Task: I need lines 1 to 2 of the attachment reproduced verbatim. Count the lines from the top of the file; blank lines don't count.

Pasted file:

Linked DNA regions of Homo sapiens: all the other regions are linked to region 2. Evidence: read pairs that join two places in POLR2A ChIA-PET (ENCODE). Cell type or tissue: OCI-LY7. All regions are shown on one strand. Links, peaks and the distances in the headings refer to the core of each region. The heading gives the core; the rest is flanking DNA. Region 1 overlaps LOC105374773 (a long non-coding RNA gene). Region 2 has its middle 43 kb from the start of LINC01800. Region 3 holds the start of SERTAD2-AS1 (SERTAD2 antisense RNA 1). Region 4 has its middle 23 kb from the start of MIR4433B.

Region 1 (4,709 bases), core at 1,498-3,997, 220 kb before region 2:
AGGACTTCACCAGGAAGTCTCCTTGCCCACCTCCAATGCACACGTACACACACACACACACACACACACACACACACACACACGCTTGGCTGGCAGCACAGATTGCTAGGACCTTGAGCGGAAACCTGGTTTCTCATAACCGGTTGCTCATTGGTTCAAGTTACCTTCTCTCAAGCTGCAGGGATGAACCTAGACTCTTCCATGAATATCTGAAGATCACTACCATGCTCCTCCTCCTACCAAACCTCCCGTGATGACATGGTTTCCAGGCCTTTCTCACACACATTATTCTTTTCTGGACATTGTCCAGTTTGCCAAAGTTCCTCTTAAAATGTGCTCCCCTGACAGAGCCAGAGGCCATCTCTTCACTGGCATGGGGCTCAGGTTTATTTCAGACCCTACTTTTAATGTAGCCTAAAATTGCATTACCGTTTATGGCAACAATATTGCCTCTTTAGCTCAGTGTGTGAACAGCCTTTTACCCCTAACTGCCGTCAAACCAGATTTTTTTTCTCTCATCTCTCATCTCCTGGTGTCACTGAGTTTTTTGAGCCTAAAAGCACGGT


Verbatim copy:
Linked DNA regions of Homo sapiens: all the other regions are linked to region 2. Evidence: read pairs that join two places in POLR2A ChIA-PET (ENCODE). Cell type or tissue: OCI-LY7. All regions are shown on one strand. Links, peaks and the distances in the headings refer to the core of each region. The heading gives the core; the rest is flanking DNA. Region 1 overlaps LOC105374773 (a long non-coding RNA gene). Region 2 has its middle 43 kb from the start of LINC01800. Region 3 holds the start of SERTAD2-AS1 (SERTAD2 antisense RNA 1). Region 4 has its middle 23 kb from the start of MIR4433B.

Region 1 (4,709 bases), core at 1,498-3,997, 220 kb before region 2: